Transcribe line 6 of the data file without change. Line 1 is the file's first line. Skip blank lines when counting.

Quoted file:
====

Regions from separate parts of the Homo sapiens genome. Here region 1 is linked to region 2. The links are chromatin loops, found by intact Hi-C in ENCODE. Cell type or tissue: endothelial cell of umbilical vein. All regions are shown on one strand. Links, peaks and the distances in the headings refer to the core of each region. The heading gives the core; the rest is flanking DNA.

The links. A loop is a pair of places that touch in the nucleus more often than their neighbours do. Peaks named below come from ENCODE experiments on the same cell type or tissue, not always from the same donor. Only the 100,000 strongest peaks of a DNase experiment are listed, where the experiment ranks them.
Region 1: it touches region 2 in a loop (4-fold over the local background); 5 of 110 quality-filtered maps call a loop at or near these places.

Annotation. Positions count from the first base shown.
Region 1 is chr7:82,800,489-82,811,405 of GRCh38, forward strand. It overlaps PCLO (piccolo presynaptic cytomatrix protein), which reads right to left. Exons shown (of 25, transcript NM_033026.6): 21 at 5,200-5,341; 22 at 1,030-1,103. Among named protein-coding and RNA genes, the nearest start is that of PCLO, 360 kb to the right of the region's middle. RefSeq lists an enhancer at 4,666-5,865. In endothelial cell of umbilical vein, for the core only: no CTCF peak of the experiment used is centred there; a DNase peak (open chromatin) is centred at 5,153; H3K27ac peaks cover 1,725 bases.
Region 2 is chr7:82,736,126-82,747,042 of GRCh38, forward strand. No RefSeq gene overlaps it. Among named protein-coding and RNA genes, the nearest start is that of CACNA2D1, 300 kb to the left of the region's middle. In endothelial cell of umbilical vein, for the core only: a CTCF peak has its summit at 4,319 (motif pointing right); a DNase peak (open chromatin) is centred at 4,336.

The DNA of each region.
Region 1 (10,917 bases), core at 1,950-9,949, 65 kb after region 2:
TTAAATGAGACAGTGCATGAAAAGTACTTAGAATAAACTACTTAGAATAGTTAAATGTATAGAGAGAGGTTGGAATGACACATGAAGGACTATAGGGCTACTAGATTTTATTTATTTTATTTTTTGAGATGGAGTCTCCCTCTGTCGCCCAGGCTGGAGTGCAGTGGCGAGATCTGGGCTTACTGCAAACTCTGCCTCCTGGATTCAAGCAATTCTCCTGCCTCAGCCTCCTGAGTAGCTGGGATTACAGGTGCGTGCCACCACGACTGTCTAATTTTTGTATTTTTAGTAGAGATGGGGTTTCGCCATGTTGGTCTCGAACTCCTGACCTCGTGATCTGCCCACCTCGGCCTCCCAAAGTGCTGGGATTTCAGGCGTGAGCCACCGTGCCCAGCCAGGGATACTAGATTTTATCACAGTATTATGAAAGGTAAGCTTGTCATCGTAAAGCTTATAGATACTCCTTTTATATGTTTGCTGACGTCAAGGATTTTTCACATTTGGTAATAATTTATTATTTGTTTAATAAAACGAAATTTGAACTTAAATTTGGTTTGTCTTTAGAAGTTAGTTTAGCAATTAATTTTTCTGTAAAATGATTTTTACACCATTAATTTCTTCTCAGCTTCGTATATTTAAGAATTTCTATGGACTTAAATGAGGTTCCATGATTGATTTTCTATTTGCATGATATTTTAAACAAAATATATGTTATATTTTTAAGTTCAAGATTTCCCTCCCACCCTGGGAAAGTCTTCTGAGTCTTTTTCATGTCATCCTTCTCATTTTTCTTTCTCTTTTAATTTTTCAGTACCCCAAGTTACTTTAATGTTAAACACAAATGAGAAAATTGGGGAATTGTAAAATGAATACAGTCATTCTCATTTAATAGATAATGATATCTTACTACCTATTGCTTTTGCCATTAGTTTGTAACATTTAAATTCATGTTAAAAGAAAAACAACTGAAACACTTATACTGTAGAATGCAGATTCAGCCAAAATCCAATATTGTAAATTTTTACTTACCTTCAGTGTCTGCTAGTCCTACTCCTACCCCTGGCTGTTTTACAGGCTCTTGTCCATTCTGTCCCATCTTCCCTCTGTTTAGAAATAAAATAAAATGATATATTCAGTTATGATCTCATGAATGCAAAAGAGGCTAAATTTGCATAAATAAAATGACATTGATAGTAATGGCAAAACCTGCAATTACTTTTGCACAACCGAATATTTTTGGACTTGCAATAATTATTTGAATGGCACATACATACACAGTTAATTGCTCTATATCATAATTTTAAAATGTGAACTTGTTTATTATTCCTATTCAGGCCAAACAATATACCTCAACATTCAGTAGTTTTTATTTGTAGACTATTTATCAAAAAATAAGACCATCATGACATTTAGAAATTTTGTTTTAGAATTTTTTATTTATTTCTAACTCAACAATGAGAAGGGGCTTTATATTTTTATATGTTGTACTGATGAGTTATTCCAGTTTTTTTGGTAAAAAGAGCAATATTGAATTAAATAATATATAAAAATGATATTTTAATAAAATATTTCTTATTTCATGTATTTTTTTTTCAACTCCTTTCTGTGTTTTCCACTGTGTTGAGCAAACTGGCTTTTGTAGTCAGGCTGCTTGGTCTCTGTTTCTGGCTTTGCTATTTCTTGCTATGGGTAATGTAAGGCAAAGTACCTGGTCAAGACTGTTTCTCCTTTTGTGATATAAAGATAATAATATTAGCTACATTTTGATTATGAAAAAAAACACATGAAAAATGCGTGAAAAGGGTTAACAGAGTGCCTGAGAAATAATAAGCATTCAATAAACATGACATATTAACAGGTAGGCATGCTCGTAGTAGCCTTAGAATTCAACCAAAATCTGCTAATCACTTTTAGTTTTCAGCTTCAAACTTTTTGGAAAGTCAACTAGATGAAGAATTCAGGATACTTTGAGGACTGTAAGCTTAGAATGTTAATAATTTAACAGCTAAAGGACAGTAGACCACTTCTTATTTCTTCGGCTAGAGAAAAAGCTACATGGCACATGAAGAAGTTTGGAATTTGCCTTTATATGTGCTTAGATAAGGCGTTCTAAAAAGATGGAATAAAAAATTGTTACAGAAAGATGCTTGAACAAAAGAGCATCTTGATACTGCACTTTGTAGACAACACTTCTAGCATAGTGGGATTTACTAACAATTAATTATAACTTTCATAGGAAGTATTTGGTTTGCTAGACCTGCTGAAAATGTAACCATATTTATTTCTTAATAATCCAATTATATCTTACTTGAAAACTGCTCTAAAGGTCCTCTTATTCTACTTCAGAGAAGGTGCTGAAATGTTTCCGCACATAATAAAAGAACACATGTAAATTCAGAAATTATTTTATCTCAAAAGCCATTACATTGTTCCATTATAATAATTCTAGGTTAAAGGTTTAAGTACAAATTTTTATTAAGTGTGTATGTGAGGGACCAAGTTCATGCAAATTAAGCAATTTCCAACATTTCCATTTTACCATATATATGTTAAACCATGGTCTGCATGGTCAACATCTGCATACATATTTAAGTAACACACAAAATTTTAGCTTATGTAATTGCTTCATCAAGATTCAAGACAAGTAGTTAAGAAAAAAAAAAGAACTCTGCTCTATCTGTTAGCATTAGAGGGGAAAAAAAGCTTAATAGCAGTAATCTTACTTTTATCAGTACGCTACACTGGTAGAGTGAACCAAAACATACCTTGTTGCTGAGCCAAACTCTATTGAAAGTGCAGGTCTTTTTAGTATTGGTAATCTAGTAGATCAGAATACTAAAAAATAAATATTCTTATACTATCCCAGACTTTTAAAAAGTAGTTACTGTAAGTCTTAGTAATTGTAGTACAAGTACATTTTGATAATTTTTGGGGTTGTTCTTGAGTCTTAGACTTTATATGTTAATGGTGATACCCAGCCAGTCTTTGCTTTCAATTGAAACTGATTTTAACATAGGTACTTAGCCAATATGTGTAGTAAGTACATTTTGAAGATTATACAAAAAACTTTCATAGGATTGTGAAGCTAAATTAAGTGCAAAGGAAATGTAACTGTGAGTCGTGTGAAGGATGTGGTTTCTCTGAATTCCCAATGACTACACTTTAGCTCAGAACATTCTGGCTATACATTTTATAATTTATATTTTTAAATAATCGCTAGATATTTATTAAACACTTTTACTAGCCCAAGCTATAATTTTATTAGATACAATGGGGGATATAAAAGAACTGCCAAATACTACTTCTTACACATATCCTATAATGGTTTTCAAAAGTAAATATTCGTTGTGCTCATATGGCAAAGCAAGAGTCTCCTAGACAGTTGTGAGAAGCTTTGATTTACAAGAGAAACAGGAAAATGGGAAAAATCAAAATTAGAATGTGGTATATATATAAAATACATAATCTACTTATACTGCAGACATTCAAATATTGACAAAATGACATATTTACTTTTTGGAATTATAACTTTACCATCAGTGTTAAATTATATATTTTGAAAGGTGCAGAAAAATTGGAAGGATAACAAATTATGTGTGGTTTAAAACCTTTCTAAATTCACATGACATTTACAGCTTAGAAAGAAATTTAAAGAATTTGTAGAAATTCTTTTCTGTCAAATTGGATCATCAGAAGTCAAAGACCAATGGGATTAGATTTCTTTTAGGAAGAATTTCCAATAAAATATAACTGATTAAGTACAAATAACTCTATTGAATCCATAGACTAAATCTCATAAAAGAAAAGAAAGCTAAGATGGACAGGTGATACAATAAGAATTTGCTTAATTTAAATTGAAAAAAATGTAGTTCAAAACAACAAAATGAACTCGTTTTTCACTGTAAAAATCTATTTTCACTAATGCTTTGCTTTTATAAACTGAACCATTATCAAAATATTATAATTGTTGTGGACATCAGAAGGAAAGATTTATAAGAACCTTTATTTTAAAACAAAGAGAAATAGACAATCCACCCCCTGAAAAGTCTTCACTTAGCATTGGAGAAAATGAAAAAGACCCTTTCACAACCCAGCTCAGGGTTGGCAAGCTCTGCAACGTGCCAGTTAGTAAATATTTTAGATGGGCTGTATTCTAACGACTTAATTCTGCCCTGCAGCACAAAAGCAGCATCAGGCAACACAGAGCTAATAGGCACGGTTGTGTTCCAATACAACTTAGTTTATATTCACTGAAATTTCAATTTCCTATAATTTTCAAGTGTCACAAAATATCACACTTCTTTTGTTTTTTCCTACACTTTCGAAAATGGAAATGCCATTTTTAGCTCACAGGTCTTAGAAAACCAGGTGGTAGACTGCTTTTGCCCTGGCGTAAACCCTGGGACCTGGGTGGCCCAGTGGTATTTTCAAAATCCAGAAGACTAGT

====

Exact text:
Region 2 is chr7:82,736,126-82,747,042 of GRCh38, forward strand. No RefSeq gene overlaps it. Among named protein-coding and RNA genes, the nearest start is that of CACNA2D1, 300 kb to the left of the region's middle. In endothelial cell of umbilical vein, for the core only: a CTCF peak has its summit at 4,319 (motif pointing right); a DNase peak (open chromatin) is centred at 4,336.